'I'm not sure what to do," says Henry Dimbleby, one of the founders of the Leon fast food chain, as we sit outside the group's trendy south London Bankside restaurant. "Those clouds look dark, so perhaps I should take the chairs and tables back in."
As the heavens open, Dimbleby and a few of his staff hurriedly bring the furniture inside. The lot of a restaurateur isn't as glamorous as one might first think. Not that Dimbleby and his co-founder, John Vincent, were looking for glamour when they first thought of Leon.
"John and I were working for Bain management consultants and had a client in Newbury, so we were always haring down the motorway grabbing food on the go," he says. "But typically we were faced with chiller cabinets or a greasy fry-up. In 2002, I rang John and told him I wanted to run a high-quality fast food chain and we both quit our jobs."
Dimbleby admits he has not yet scaled the heights of his previous salary, but seven years and nine restaurants later he looks very much at home running Leon.
"We created Leon with the idea of the good life in mind," says Dimbleby. "If you think about things that are generally good for you, you think about going to the gym, running in the rain, eating mung bean salads, things that require some kind of sacrifice. In contrast, if you think about things that are lovely, you think about expensive watches, foreign holidays, where there is a cost and guilt associated. So you're always in this terrible position – better person or feeling guilt. The idea with Leon is that you should have something nice that also makes you feel good."
Something nice that makes one feel good wasn't uppermost in the pair's minds when they undertook a research project to help devise a business plan for Leon: it was a month's stint working at Burger King.
"I'm a certified Whopper-maker," laughs Dimbleby. "But, seriously, if you look at traditional fast food, there are lots of things they do well. Their health and safety standards are incredibly high. And they largely produce food quickly to a consistent standard. We wanted to learn from them because one of the key ingredients for Leon was always scaleability."
They kicked off their first restaurant in London's Carnaby Street, where the pair worked in the kitchens. "It was important we made sure what was going out the door was good early on," says Dimbleby, a former commis chef.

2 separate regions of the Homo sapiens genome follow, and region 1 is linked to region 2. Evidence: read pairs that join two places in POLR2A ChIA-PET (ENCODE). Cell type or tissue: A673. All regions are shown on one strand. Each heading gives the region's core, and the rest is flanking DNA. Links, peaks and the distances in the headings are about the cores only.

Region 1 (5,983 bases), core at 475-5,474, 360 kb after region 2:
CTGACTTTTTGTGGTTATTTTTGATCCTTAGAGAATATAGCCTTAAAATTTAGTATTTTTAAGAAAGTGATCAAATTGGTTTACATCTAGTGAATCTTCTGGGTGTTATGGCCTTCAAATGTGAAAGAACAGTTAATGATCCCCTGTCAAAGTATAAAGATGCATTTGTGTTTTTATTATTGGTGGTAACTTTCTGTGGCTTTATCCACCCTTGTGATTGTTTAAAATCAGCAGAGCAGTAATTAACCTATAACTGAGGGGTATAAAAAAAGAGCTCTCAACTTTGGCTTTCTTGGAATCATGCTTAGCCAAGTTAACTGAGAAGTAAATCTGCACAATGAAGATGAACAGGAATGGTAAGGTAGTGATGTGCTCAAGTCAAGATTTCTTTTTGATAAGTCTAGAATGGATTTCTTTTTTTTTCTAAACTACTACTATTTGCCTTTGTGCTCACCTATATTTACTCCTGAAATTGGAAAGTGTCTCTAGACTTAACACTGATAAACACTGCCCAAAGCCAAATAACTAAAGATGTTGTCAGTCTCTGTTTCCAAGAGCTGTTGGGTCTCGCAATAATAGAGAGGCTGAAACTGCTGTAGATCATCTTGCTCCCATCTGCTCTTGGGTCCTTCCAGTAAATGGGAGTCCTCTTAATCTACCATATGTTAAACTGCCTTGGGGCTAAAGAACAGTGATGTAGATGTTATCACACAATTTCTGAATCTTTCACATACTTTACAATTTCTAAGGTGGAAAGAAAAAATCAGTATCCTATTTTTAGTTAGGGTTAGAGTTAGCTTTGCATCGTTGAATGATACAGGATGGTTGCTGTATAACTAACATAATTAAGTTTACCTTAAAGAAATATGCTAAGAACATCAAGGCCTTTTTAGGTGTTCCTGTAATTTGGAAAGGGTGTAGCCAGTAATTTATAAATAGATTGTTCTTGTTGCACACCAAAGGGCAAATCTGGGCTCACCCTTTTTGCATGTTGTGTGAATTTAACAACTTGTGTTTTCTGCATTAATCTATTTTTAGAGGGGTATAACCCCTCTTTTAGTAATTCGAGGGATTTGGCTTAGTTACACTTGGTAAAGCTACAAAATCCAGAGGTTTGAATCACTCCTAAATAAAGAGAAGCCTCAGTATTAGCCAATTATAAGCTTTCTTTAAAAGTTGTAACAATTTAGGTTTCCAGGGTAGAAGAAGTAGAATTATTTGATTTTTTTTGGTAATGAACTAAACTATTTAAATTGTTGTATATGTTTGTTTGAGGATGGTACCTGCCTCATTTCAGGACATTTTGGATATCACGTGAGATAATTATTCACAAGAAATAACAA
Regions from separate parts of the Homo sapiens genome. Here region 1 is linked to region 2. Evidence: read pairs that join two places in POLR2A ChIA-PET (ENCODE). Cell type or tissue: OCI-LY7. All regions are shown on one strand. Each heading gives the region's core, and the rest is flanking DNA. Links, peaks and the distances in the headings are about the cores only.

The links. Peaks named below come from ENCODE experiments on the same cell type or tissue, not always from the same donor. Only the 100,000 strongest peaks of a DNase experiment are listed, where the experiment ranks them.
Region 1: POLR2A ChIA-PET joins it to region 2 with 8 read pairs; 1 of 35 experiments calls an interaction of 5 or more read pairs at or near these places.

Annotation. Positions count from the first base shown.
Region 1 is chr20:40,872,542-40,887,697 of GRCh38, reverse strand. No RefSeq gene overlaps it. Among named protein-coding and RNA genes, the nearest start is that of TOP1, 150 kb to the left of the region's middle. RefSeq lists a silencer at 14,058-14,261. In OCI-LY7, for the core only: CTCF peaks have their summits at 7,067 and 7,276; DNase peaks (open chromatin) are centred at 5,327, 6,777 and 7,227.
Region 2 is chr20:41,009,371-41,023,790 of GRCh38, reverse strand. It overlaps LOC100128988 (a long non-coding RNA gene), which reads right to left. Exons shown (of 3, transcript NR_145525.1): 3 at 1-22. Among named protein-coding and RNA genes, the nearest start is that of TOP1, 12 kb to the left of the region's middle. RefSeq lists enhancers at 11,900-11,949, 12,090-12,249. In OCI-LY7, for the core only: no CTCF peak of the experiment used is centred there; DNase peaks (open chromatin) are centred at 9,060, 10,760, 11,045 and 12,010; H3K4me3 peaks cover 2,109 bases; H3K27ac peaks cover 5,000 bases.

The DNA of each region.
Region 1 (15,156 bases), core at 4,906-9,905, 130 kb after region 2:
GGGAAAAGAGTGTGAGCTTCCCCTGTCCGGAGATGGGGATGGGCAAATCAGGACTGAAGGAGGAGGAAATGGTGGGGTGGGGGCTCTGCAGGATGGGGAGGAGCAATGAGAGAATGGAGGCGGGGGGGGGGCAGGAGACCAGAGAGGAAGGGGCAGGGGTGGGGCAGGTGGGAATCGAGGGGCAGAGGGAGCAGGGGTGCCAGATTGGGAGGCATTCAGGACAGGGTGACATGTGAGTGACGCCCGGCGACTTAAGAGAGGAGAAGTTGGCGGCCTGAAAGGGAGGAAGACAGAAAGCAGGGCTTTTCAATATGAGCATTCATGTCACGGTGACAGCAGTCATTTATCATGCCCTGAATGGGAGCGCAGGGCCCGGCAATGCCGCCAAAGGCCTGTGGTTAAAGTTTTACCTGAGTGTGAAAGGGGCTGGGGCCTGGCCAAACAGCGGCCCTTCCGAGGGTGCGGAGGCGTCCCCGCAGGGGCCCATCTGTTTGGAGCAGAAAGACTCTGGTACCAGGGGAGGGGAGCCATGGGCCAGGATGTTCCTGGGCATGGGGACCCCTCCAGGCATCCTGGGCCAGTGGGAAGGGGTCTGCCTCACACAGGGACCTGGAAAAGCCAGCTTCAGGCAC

Food that requires "real cheffing" is now made in a kitchen on the outskirts of London, such as the meatballs that go into the group's biggest-selling dish, he says. However, items such as wraps and salads are still made on the premises.
"Every Monday, I visit Benny the chef and we go through all the dishes, how we can improve them and whether we can introduce new items," says Dimbleby. "We would never put scrambled egg on a menu – too many variables, too hard to make. The whole menu is made up of things we think we can consistently deliver."
With a large part of their own money used to back the venture, Dimbleby and Vincent also called upon some august names to help fund Leon including the BBC broadcaster David Dimbleby, Henry's father and Robert and Vincent Tchenguiz, the famed City financiers. Since then, others who have come on board include BBC sports presenter Gabby Logan, comedian Alexander Armstrong, and Ian Neill, the chairman of Wagamama. The former BBC chairman, Gavyn Da vies, invested a large amount last year, while Nick Evans, founder of the Evans cycling chain, is Leon's chairman.
So far they seem to have backed a winner. Leon is now comfortably profitable – and this year is on target to reach nearly £10m in sales.
Unlike many fast food rivals, profitability hasn't been dented by rising food costs. "If you just sell burgers, and the price of meat goes up, you can't do much about it. We have the advantage of having lots of dishes. If butternut squash is getting expensive, we may use sweet potato instead."
Nevertheless, Leon is priced a point higher than many of the fast food firms against which it is competing. "We set ourselves a target on similar dishes of around 15 per cent more than competitors not using premium ingredients," he says. "We use Freedom Food chickens and our equivalent of the Happy Meal is 40p more expensive."
The move this year to the Bluewater shopping centre in Essex was a milestone for Leon, branching out beyond its traditional London base. "There is incredible snobbery around food where it's assumed that people who didn't go to university are happy eating rubbish," says Dimbleby of the move. "People really care about food. Jamie Oliver's done amazing work on this. We are very busy in Bluewater and they totally get it."
Engaging with customers is something Dimbleby and Vincent clearly relish. "It's important to speak with your customers," says Dimbleby. Customer feedback is a way Leon's management also incentivises its staff. "Every week we ask customers if they were greeted with a smile, if the food was good and would they come again? If the answers are good, everyone in the team gets an extra pound each hour they work for that week." Staff turnover rates at Leon are around a third the industry average.
Dimbleby and his team are currently in the throes of putting a shortlist of sites together for Leon's tenth restaurant, likely to be in London, and the group recently received financing from its lender, Royal Bank of Scotland, to fund the new site.
"There are some great property opportunities out there and there will be for until the end of next year, I think," says Dimbleby. "The recession is a very binary thing. For those that survive, there are plenty of opportunities. We plan to use the recession to grow and spread the Leon word."